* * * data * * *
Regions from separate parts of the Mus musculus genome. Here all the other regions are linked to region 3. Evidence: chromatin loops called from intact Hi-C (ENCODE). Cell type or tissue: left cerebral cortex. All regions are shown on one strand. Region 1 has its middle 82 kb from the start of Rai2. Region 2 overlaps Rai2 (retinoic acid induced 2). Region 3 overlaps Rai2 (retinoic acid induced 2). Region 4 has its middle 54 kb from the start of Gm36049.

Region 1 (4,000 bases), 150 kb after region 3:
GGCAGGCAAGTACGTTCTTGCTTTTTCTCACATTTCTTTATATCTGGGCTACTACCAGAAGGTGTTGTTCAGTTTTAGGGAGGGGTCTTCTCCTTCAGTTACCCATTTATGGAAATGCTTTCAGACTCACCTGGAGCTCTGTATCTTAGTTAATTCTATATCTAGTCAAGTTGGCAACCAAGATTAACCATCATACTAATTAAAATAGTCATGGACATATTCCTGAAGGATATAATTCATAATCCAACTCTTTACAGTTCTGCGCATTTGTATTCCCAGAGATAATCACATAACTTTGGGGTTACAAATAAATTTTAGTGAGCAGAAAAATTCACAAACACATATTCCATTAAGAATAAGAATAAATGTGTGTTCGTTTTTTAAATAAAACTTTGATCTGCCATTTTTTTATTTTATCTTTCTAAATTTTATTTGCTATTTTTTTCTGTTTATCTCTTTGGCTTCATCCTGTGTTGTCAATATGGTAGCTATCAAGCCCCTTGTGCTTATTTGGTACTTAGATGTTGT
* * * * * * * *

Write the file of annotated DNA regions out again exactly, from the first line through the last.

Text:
Regions from separate parts of the Mus musculus genome. Here all the other regions are linked to region 3. Evidence: chromatin loops called from intact Hi-C (ENCODE). Cell type or tissue: left cerebral cortex. All regions are shown on one strand. Region 1 has its middle 82 kb from the start of Rai2. Region 2 overlaps Rai2 (retinoic acid induced 2). Region 3 overlaps Rai2 (retinoic acid induced 2). Region 4 has its middle 54 kb from the start of Gm36049.

Region 1 (4,000 bases), 150 kb after region 3:
GGCAGGCAAGTACGTTCTTGCTTTTTCTCACATTTCTTTATATCTGGGCTACTACCAGAAGGTGTTGTTCAGTTTTAGGGAGGGGTCTTCTCCTTCAGTTACCCATTTATGGAAATGCTTTCAGACTCACCTGGAGCTCTGTATCTTAGTTAATTCTATATCTAGTCAAGTTGGCAACCAAGATTAACCATCATACTAATTAAAATAGTCATGGACATATTCCTGAAGGATATAATTCATAATCCAACTCTTTACAGTTCTGCGCATTTGTATTCCCAGAGATAATCACATAACTTTGGGGTTACAAATAAATTTTAGTGAGCAGAAAAATTCACAAACACATATTCCATTAAGAATAAGAATAAATGTGTGTTCGTTTTTTAAATAAAACTTTGATCTGCCATTTTTTTATTTTATCTTTCTAAATTTTATTTGCTATTTTTTTCTGTTTATCTCTTTGGCTTCATCCTGTGTTGTCAATATGGTAGCTATCAAGCCCCTTGTGCTTATTTGGTACTTAGATGTTGT